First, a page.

The walled front of Beth and Butler Fuller’s home creates an aura of mystery by concealing a large courtyard enclosing two separate “houses,” one on each side.
The entrance to the courtyard, the only opening in the wall, is a gate behind three arches just three steps from the street in their Stones Throw neighborhood.
“We have one bedroom, the master bedroom, on this side and two bedrooms on the other side,” Beth Fuller said. “The arrangement is great for us.”
The entrance to the master side is to the back of the courtyard. It leads to a small foyer, which opens to a very large living room with a deep bay window, a fireplace, two seating areas and a full formal dining area. Perfectly placed among items in the room are three of Beth Fuller’s most prized possessions — a German double harpsichord, a French-style harpsichord and a small Chickering grand piano.
Fuller is a professional concert musician who came to LSU from her home in Arkansas on a full piano scholarship. Her interest quickly gravitated to the Baroque composers who wrote their masterpieces for the harpsichord. She continued her studies at the Curtis Institute of Music in Philadelphia, and in Paris and Amsterdam.
“For a student to study the harpsichord, you must have a harpsichord,” she said. “I wanted to experience what the music of the great composers sounded and felt like on an original instrument.”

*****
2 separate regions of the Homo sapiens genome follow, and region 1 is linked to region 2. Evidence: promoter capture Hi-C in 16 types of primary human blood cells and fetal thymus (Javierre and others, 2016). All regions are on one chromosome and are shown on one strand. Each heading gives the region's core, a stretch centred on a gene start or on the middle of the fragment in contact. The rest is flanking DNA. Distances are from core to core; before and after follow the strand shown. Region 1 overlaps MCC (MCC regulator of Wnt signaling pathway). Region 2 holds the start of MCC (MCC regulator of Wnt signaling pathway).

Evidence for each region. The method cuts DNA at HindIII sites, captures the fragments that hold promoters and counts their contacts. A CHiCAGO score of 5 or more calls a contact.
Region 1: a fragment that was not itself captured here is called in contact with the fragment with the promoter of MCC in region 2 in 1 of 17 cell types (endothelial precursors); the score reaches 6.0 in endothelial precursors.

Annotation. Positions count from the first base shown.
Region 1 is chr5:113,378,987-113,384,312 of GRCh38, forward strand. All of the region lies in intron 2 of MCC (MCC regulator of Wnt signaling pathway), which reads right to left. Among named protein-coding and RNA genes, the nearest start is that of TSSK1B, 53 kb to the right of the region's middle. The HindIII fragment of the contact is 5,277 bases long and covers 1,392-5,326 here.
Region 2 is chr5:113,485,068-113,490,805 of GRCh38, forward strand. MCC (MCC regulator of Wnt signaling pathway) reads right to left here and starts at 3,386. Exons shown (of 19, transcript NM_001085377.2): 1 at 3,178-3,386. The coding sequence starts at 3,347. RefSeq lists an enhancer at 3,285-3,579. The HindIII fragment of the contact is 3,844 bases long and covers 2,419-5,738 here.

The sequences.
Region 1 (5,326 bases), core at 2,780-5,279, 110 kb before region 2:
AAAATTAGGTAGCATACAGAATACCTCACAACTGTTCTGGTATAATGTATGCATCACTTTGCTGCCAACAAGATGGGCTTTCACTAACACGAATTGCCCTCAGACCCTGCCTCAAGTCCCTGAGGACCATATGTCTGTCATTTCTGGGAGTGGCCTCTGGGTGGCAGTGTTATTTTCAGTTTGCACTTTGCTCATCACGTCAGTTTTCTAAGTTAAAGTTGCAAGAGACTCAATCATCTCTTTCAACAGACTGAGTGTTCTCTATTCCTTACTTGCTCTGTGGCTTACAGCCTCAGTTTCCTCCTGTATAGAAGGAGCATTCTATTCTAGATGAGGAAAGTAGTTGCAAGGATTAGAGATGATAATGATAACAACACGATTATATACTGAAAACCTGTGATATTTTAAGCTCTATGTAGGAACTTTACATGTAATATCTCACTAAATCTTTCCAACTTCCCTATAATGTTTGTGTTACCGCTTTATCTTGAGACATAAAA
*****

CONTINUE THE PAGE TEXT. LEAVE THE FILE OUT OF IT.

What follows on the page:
In the 1980s, she commissioned Eric Herz, of Boston, to make her German double harpsichord.
“It is all handmade,” she said. “It took 17 months to make. Eric said it was the finest harpsichord he had ever built.”
For 20 years, Fuller performed on the harpsichord throughout the United States and in Western Europe.
Her plan was to ship her fine German-style instrument to her concert venues.
“But when it came time to move it, Butler never would let me move it,” she said with a laugh. “That’s when I commissioned the French harpsichord that I traveled with. It was lighter to move and two feet shorter.”
Even though the Fullers’ living room is large, placing three musical instruments was not an easy feat.
“It took many trials to come up with an arrangement,” Beth Fuller said. “Ken McKay (the late interior designer) would send over his crew, and they would move the furniture until we got it the way we wanted.”
The master “house” also contains a modern kitchen and a library with upholstered walls to soundproof the room where Butler Fuller, an ophthalmologist, reads and watches television as Beth Fuller plays her harpsichords.
The home was built in the late ’70s by banker and Stones Throw developer Chuck McCoy and his wife, Ruth. The second “house” was “great for their teenage kids,” Beth Fuller said.
It has two bedrooms, three baths, and what the McCoys called the “cabana room” with big sliding doors opening to a swimming pool, towel hooks on the walls and wooden benches.
The Fullers redid the area to create an office for Beth Fuller, a guest bedroom and a den, now Butler Fuller’s hobby room.
For the Fullers, the large courtyard is another room in the house.
“Butler has his coffee and reads the paper there every morning,” Beth Fuller said. “We spend our afternoons there in cooler weather.”
It’s also perfect for entertaining, she added.
The large front courtyard is one of four courtyards surrounding the home. Beth Fuller enjoys working outside and caring for her plants.
“I am the gardener now that I am not performing,” she said.